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8 Ways Cemeteries Can Enliven Their Communities

Jul 08, 2015

Examples of unique and imaginative ways cemeteries bring people together.

Two centuries ago, English poet, Percy Bysshe Shelley, remarked, “the cemetery is an open space among the ruins, covered in winter with violets and daisies. It might make one in love with death, to think that one should be buried in so sweet a place.” Today, the gothic beauty and rich history found within cemeteries still hold a special wonder for many people. Historians, artists, horticulturists, and many others find a quiet sanctuary within the gates of these sacred burial grounds. In addition to providing a final resting place for loved ones, cemeteries offer wide, open spaces away from traffic and crowds. Visitors can get a glimpse of the past by taking in the old headstone statues and reading ancient inscriptions.

As more and more people have become interested in cemeteries, mausoleums and memorial parks, many associations and caretakers have begun to host community events. By providing visitors with an opportunity to socialize in such a reflective environment, cemeteries can help open up a dialogue about death and mortality that some might feel hesitant to discuss otherwise. These occasions encourage the public’s fascination with cemeteries and have redefined how they are viewed in our society.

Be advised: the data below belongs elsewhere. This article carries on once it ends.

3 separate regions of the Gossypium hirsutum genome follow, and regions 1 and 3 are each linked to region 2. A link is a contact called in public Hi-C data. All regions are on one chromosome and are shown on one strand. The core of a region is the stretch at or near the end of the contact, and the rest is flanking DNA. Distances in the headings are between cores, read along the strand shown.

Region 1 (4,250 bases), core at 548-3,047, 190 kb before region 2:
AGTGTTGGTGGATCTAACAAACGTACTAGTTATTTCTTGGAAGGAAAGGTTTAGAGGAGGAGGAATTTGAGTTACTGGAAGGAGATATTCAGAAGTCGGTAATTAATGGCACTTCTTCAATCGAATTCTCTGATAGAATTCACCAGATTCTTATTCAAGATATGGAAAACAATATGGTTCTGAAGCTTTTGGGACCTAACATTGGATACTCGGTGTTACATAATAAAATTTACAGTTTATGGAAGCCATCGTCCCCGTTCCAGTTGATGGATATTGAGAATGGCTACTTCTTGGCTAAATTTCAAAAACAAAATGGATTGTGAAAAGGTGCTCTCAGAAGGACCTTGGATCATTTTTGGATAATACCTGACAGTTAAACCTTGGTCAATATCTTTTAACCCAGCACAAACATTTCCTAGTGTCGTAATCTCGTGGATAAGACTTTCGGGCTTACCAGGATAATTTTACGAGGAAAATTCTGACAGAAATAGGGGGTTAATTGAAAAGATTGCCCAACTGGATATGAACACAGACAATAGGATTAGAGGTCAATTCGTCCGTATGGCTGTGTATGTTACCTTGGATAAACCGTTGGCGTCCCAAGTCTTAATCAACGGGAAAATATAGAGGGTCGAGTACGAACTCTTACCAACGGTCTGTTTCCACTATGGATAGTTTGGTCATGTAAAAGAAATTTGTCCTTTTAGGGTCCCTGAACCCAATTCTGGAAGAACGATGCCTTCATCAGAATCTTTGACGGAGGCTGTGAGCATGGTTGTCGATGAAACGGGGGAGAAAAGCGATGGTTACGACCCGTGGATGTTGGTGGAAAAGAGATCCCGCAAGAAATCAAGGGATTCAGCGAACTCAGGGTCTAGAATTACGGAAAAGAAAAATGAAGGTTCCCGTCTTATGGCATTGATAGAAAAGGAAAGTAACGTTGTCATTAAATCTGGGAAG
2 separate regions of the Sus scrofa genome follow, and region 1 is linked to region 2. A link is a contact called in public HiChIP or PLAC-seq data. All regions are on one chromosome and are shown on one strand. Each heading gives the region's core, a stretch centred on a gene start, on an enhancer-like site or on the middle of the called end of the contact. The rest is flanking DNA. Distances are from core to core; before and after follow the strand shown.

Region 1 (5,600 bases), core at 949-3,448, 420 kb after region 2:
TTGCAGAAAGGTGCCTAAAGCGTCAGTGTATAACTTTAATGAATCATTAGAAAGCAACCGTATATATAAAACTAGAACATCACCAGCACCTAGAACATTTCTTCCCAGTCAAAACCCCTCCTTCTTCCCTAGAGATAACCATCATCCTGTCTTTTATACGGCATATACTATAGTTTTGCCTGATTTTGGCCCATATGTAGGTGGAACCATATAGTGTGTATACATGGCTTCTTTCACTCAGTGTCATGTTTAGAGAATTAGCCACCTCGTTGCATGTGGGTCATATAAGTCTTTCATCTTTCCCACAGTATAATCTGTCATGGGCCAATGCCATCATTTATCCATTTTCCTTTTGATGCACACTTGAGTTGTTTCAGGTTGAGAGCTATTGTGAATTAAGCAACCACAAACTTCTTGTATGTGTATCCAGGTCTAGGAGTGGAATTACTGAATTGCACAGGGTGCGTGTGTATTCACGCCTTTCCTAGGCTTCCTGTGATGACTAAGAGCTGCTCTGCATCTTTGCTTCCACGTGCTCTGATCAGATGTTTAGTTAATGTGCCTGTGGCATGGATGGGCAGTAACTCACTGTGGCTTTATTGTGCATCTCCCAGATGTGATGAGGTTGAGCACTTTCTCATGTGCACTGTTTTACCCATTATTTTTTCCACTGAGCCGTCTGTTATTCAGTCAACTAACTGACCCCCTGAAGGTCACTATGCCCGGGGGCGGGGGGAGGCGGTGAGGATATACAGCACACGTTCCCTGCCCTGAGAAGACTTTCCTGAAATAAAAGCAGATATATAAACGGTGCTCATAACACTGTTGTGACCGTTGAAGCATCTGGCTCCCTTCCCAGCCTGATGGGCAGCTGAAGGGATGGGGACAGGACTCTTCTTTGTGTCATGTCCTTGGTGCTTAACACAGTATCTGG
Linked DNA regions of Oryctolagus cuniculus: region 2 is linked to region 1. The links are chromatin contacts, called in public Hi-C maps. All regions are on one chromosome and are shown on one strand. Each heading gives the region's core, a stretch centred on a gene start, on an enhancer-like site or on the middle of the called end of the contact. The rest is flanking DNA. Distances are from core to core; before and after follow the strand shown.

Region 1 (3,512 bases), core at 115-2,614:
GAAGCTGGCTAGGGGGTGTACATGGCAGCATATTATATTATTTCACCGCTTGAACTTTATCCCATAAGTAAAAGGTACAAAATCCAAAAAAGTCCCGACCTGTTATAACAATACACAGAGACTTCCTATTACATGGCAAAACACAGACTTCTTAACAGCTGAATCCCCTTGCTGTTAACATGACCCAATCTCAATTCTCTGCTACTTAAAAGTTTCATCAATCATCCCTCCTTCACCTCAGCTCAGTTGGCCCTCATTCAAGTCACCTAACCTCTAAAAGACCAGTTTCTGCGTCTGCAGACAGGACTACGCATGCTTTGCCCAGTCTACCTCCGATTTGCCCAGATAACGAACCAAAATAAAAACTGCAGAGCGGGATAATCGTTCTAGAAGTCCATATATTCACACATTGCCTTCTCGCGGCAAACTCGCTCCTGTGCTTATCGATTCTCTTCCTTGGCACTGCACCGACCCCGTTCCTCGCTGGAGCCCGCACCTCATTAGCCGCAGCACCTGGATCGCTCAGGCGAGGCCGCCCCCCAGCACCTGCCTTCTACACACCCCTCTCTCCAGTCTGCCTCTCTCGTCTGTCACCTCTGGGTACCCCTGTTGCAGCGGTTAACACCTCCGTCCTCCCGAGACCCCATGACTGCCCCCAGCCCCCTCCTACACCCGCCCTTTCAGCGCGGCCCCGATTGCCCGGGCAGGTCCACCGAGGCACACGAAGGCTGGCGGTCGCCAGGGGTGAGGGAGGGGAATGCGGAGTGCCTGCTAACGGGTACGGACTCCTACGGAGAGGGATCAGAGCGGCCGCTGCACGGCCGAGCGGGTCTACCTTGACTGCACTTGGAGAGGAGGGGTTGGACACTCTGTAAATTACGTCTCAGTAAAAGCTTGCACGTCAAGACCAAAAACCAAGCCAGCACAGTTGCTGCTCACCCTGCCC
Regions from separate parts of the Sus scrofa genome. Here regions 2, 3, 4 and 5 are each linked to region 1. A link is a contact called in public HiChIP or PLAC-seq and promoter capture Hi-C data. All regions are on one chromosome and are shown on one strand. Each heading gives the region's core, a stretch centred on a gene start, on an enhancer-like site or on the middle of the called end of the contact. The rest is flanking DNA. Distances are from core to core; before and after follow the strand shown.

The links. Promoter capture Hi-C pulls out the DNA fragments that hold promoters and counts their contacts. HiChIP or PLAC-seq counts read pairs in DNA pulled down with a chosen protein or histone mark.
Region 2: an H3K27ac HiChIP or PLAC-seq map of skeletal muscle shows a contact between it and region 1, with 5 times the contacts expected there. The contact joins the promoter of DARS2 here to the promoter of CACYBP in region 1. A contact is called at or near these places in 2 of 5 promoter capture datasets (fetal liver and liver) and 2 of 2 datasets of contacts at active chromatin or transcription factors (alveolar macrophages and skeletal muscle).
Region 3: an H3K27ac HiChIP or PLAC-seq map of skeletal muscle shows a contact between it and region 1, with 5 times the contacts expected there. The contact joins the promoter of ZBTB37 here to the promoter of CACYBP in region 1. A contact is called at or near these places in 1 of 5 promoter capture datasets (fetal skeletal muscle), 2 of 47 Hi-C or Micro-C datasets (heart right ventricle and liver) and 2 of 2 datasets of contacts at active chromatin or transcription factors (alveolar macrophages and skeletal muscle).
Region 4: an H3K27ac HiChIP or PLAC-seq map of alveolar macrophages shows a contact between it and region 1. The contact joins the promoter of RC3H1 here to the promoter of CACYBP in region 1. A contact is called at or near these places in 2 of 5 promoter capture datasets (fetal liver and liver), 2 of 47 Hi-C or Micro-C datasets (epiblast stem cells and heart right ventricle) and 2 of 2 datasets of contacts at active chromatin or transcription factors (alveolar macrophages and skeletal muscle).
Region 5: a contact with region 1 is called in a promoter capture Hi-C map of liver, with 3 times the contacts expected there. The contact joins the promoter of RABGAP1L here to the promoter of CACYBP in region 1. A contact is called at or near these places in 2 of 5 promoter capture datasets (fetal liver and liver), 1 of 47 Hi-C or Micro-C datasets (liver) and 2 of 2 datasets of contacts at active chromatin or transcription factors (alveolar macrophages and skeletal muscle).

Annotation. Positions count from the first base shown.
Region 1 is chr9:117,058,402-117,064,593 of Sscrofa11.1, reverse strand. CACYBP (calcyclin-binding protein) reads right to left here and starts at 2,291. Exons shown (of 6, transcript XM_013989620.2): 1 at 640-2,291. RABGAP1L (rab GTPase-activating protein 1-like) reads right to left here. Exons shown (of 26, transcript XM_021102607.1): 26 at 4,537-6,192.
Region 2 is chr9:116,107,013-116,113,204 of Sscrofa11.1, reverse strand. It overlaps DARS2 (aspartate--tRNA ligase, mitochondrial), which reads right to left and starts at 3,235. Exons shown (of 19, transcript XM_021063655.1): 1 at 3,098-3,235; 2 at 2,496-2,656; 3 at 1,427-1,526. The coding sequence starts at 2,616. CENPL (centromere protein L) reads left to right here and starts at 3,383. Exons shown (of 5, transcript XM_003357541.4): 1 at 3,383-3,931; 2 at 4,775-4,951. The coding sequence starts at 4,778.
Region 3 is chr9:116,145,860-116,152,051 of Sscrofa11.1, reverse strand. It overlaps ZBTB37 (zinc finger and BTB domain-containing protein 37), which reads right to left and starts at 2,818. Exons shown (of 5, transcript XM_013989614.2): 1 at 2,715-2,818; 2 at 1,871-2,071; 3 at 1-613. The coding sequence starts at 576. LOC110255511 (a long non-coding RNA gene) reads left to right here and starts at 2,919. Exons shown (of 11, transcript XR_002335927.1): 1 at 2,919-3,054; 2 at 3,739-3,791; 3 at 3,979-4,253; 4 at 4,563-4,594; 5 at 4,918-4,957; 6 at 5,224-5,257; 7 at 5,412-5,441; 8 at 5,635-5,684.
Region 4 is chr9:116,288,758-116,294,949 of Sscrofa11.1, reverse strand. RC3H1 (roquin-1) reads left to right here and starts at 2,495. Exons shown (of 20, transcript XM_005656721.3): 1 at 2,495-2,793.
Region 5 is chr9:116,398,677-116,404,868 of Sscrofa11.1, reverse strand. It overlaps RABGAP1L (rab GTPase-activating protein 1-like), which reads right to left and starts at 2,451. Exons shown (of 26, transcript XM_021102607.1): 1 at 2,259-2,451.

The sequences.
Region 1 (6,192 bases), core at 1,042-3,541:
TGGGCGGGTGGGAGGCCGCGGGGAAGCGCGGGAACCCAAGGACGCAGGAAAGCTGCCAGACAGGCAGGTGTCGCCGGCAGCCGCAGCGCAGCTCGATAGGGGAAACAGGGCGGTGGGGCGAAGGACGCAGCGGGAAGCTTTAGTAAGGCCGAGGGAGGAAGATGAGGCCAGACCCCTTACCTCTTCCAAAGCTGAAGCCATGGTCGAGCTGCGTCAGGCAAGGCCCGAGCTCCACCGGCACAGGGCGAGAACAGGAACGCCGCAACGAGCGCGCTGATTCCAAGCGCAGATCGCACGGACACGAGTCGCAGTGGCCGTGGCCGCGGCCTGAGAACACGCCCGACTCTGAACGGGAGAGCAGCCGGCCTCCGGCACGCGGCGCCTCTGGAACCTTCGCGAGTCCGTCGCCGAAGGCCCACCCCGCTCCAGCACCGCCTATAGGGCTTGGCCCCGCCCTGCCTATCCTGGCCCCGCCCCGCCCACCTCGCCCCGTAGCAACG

“Since the Cemetery’s founding in 1836, Laurel Hill was intended to be a place of recreation and education for the living, as well as a final resting place for the dead,” says Emma Stern, Director of Programs at Laurel Hill Cemetery in Philadelphia. “Today, with very little space left for new burials, we must find innovative ways to promote and preserve Laurel Hill as an important National Historic Landmark. Holding true to the site’s original purpose, we are open daily with free admission, and welcome tourists, joggers, bicyclists and dog walkers to enjoy the grounds. We also host an array of public programing throughout the year, including concerts, movie nights, theatrical performances, a RIP 5K Run, and our signature Halloween tours. In doing so, we hope to raise much needed funds and awareness for the site, and to provide the public with a refreshed definition of how cemeteries can be used today.”

8 ways cemeteries can bring people together

1. Historical Tours

Many people are intrigued by the history within cemeteries, but have difficulty navigating the grounds to locate notable graves. In response to this need, a large number of cemeteries now offer tours with well-informed guides that can answer questions about different burial sites.

A tour guide leading a group through Laurel Hill Cemetery

Some cemeteries also offer tours that cover a specific topic of interest. Below are just a few of the interesting themes one can find while researching different cemetery tours across the country.

2. Veteran Remembrance Ceremonies